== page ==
Dr. Martina Fausch

Clinical Sexology

(From Clinical Sexology, Howard J. Ruppel, Ph.D., 2007, DACS & The American College of Sexologists)

Clinical Sexologists are concerned with sexual behavior and how people feel about it. Contemporary clinical sexology follows the tradition begun by the early twentieth century pioneers of sexology such as Ivan Block, Havelock Ellis, Magnus Hirschfield, Albert Moll, and others. These authors clearly defined sexual behavior as a unique and valid concern for scholarly study, clinical attention and social action.

Clinical sexology is based upon an action oriented approach that facilitates growth and the management of sexual issues. It is estimated that between 80 and 90 percent of issues related to sexual function and pleasure can be effectively addressed through limited sexual counseling that is provided by a well-educated, currently informed and skillful sexologist. Intensive therapy may be required for the balance of sexual issues, and these may be addressed by referral to an individual with specialized training in related disorders.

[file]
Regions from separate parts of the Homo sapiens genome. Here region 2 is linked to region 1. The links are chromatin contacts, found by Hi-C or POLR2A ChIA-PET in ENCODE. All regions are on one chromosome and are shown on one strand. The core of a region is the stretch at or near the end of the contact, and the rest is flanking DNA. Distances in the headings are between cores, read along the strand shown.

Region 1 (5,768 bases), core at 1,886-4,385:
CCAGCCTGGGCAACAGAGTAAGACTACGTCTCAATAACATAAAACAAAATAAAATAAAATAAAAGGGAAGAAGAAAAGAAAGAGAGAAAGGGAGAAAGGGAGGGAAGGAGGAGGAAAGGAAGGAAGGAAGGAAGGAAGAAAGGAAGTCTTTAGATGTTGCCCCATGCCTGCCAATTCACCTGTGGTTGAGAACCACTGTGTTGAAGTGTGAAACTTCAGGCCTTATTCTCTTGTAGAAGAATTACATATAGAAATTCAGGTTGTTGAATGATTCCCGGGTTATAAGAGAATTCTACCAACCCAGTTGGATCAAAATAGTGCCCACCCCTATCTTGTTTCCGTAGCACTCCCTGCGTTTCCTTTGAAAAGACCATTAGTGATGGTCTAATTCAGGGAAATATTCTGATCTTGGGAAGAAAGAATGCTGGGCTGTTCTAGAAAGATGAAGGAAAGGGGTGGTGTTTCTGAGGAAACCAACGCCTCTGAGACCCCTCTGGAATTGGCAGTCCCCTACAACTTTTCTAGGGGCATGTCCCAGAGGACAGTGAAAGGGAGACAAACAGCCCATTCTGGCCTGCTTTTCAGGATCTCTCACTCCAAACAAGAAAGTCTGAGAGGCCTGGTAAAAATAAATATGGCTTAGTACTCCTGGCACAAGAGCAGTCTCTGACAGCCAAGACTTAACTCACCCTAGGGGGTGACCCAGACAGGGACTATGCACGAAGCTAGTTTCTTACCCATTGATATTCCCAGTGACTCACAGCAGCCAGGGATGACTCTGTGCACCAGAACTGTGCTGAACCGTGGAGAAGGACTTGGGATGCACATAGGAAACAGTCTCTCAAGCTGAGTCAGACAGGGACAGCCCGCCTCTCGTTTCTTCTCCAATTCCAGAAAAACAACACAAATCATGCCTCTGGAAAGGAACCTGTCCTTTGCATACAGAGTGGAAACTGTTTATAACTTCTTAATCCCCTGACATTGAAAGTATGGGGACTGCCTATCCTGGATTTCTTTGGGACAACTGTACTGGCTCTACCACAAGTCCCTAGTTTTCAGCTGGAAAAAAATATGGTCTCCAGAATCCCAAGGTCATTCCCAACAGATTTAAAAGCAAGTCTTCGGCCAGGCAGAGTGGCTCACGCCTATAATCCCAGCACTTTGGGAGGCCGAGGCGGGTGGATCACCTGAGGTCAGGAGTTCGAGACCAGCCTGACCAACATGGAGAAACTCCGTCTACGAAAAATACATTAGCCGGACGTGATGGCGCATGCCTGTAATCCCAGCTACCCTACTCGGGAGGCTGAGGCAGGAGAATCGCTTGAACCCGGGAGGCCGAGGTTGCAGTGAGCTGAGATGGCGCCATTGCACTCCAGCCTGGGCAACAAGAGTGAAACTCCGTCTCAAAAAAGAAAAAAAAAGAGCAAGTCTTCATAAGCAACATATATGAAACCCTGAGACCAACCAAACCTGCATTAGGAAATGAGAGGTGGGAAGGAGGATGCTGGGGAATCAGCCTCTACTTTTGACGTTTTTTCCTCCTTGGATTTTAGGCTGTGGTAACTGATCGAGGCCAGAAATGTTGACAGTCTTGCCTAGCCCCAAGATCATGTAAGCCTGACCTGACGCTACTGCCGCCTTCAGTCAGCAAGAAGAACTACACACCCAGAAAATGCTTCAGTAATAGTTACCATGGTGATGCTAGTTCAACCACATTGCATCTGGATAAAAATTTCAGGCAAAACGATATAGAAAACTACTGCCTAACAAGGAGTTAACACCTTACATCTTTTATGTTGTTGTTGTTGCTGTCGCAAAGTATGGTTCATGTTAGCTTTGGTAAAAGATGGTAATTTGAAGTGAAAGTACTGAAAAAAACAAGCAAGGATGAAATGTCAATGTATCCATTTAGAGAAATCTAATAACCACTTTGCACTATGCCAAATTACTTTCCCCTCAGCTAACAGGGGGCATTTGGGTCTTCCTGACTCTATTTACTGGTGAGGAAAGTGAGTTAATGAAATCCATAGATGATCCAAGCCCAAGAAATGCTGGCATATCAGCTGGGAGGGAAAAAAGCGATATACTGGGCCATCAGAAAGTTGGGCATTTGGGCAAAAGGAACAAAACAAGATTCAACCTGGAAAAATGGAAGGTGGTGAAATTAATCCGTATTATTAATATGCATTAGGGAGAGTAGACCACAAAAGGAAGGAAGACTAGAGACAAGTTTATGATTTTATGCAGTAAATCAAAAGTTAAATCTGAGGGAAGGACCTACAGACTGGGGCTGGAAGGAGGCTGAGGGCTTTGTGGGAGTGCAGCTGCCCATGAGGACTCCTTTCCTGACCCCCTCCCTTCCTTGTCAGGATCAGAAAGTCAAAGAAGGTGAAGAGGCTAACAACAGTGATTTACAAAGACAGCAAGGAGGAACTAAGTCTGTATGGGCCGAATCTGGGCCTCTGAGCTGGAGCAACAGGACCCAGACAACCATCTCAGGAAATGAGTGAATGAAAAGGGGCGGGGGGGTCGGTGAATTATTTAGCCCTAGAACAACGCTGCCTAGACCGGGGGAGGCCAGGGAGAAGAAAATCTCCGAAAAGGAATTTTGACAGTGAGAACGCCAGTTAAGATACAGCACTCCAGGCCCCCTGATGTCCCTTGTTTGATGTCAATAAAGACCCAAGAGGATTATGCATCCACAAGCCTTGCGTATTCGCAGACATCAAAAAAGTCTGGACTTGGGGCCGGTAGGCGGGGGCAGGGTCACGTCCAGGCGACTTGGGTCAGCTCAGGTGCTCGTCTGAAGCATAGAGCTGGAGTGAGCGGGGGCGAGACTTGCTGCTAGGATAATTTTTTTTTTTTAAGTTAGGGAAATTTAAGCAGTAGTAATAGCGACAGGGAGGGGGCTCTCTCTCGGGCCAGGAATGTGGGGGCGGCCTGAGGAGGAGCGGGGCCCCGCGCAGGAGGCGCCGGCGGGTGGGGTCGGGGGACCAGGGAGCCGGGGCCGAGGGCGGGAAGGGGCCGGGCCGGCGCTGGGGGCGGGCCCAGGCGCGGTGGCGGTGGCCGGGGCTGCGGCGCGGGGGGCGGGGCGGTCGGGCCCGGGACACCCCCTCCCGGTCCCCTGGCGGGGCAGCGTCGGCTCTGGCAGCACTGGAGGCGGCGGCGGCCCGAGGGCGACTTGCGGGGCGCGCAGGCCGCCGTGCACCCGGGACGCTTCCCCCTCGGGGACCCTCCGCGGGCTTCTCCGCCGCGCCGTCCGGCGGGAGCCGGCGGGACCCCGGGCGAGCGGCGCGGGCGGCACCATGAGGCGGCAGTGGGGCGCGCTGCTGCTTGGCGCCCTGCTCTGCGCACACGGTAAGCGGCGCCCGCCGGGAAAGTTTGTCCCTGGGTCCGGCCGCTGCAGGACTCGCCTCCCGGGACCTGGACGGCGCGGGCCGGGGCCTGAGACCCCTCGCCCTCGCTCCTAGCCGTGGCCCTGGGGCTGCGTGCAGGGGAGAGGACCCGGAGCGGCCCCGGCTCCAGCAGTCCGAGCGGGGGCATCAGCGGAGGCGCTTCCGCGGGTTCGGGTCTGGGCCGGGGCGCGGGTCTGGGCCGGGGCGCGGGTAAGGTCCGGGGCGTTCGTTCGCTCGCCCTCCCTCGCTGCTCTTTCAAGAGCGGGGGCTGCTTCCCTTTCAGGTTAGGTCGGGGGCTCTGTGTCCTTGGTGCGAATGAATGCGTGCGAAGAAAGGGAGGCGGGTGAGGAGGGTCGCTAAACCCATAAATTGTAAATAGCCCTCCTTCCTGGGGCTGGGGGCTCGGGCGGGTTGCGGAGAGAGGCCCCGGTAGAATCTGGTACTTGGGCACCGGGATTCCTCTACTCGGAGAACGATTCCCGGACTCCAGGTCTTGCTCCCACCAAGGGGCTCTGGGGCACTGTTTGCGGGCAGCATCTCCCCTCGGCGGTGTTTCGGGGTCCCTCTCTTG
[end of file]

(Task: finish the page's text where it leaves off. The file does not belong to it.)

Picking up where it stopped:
Clinical sexologists are non-judgmental in their approach: The use of a non-judgmental approach is highly endorsed by a variety of approaches to counseling, particularly for issues related to matters of self-esteem, marginal behaviors and educational based interventions. Many clinicians trained in the more traditional disciplines of medicine, nursing and psychology, with diagnostic manuals and treatment protocols may find this aspect of the sexological approach to be problematic for them.

Clinical sexologists approach sexual behavior from a sex positive perspective. Sexologists believe that the expression of one’s sexuality is an important and valued aspect of an individual’s total personality. For the most part, North American culture has been characterized as fearful of sex, erotophobic, and sexually repressed. This sex negative cultural environment creates a challenging situation for the clinical sexologist as he or she pursues their mission to facilitate sexual health among the community.

Education is the kindling of a flame, not the filling of a vessel. Socrates